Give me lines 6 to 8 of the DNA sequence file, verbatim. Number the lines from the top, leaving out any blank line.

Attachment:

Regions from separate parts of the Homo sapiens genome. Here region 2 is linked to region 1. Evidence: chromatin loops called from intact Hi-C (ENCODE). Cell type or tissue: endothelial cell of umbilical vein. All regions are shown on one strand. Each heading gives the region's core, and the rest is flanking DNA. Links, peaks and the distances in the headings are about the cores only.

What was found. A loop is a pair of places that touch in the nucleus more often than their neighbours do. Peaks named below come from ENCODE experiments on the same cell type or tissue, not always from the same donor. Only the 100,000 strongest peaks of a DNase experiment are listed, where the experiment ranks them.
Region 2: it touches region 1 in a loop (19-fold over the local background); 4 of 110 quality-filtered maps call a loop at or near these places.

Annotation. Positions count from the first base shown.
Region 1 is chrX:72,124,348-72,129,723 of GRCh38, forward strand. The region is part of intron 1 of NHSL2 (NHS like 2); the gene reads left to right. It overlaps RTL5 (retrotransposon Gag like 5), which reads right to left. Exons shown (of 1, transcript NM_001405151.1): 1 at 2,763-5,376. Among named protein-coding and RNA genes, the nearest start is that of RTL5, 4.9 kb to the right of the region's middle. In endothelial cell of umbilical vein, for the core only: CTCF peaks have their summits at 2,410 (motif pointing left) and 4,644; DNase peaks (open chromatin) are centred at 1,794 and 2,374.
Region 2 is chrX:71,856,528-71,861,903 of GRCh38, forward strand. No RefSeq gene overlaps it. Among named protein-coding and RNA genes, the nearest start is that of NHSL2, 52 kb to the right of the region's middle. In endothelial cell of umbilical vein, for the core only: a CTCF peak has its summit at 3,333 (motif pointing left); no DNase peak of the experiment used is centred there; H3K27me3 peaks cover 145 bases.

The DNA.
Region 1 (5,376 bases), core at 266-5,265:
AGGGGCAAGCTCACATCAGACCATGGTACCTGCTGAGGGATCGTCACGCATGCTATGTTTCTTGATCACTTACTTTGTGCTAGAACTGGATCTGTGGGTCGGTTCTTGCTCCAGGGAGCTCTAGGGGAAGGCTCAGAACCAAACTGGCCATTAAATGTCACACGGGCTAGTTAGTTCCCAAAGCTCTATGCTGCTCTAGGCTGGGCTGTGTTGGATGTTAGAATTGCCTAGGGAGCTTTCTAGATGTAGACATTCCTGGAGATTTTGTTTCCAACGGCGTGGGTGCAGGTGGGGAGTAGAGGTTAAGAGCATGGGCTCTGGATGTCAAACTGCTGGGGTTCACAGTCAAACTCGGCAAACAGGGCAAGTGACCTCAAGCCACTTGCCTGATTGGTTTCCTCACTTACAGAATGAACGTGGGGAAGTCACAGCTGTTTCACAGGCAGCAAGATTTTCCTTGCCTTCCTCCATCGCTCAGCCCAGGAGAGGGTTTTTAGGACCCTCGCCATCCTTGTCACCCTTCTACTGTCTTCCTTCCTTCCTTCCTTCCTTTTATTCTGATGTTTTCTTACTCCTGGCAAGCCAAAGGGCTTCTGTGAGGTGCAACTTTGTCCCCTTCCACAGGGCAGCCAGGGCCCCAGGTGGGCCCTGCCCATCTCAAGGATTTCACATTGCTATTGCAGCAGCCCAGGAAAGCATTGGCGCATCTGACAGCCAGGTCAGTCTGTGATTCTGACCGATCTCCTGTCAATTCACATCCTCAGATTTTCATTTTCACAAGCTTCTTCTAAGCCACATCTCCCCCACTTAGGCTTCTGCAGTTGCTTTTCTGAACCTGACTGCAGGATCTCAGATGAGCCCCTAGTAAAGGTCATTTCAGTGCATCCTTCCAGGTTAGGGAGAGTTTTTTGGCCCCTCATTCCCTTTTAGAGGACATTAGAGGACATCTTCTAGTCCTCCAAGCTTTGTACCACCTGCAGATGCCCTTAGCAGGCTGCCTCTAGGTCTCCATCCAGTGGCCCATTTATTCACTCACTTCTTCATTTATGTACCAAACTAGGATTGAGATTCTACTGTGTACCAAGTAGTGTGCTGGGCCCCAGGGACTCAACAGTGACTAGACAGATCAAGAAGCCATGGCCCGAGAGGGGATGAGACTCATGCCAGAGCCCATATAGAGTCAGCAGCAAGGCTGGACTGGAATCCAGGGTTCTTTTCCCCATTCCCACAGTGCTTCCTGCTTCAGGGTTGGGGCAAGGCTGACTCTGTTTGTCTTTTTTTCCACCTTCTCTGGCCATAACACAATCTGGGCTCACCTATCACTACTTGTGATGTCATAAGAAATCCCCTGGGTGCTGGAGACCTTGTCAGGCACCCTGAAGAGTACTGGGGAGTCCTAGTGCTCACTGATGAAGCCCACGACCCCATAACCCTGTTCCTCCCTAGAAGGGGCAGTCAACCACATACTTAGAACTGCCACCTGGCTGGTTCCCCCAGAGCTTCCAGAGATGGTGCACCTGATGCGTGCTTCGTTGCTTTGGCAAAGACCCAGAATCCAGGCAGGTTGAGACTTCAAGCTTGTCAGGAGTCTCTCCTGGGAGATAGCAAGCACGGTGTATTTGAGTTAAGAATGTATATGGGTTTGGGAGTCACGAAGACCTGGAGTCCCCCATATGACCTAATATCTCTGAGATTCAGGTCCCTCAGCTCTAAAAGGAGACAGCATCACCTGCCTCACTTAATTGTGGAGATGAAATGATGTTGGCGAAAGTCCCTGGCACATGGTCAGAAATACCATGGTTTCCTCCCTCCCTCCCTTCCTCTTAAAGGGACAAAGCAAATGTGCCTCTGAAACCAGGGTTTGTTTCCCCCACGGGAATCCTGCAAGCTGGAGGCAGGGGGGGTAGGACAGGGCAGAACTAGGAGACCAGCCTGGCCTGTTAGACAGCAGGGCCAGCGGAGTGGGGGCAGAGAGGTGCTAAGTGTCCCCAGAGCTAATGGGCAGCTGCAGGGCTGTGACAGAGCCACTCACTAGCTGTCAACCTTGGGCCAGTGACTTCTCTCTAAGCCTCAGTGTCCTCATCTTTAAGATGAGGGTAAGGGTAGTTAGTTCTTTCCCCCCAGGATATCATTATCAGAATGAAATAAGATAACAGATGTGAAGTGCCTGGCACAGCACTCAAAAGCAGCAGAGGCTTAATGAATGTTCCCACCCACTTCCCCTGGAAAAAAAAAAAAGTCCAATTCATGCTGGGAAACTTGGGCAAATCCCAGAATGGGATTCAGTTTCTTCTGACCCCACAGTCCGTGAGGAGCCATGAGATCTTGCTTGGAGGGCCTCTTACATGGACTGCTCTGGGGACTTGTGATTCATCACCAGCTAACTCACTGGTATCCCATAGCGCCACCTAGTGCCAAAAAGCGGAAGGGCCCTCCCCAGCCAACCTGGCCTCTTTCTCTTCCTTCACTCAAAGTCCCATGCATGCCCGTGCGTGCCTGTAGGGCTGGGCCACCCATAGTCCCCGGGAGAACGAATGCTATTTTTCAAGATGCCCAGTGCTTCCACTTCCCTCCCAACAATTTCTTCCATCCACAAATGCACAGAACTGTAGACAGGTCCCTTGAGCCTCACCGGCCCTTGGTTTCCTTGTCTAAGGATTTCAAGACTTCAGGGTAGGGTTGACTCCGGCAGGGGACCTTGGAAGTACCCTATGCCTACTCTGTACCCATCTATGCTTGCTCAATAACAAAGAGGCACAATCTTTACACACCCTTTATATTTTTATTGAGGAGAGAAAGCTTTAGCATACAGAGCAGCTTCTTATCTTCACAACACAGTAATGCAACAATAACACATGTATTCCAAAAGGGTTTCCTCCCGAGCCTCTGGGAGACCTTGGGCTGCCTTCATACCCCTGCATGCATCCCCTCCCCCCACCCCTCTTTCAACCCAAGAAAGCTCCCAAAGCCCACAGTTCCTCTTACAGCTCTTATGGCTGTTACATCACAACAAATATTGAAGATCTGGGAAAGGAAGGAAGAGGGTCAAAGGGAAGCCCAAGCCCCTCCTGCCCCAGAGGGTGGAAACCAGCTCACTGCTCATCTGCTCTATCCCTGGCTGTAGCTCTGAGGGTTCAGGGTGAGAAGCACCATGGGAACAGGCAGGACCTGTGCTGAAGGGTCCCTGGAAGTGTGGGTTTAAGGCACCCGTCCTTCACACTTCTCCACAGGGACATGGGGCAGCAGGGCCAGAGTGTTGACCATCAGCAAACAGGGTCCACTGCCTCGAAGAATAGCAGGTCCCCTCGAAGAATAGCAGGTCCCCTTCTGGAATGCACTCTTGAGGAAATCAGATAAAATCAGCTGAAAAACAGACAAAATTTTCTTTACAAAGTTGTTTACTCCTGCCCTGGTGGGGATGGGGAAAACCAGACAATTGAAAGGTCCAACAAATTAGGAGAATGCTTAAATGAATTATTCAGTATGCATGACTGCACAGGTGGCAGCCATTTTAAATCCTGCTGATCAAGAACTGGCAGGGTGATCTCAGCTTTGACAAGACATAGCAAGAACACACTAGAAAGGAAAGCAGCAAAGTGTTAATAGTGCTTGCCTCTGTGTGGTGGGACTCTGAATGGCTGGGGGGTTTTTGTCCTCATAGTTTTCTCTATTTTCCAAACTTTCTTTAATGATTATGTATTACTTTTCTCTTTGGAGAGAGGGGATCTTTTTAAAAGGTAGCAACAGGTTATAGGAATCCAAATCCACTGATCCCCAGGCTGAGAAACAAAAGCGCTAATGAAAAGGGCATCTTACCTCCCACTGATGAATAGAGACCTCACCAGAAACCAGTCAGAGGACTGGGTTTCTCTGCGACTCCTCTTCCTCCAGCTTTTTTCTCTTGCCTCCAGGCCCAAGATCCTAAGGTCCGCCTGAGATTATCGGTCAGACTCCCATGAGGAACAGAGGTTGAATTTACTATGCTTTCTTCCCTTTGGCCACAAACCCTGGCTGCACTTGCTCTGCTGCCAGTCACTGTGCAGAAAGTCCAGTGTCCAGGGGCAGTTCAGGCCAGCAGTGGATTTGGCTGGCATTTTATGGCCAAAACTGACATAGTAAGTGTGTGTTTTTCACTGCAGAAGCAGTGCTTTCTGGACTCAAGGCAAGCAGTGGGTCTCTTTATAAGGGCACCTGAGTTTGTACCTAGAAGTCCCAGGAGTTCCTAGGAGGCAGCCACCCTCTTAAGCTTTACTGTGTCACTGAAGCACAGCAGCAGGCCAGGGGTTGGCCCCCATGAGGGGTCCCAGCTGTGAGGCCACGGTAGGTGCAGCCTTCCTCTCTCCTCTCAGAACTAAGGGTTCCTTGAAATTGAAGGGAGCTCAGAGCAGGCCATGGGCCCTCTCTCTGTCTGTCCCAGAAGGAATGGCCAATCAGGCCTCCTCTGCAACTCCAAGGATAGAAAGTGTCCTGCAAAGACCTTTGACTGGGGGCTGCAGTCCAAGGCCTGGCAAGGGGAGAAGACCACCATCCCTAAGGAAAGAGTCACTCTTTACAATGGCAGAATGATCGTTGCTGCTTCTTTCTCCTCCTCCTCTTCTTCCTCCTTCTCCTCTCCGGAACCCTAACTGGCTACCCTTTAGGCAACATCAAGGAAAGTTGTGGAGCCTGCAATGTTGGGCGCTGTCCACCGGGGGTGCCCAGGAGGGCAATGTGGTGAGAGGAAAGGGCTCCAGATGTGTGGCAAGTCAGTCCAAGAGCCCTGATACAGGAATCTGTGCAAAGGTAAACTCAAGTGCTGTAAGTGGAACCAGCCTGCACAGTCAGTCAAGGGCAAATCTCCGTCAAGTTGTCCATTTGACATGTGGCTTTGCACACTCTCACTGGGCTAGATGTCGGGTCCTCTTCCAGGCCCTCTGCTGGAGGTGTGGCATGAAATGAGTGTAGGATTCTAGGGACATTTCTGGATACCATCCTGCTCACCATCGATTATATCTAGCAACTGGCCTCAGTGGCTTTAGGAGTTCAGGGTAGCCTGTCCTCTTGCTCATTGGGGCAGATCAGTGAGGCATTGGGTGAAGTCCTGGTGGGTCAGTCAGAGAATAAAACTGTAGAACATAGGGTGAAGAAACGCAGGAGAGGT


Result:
Region 2 is chrX:71,856,528-71,861,903 of GRCh38, forward strand. No RefSeq gene overlaps it. Among named protein-coding and RNA genes, the nearest start is that of NHSL2, 52 kb to the right of the region's middle. In endothelial cell of umbilical vein, for the core only: a CTCF peak has its summit at 3,333 (motif pointing left); no DNase peak of the experiment used is centred there; H3K27me3 peaks cover 145 bases.

The DNA.
Region 1 (5,376 bases), core at 266-5,265: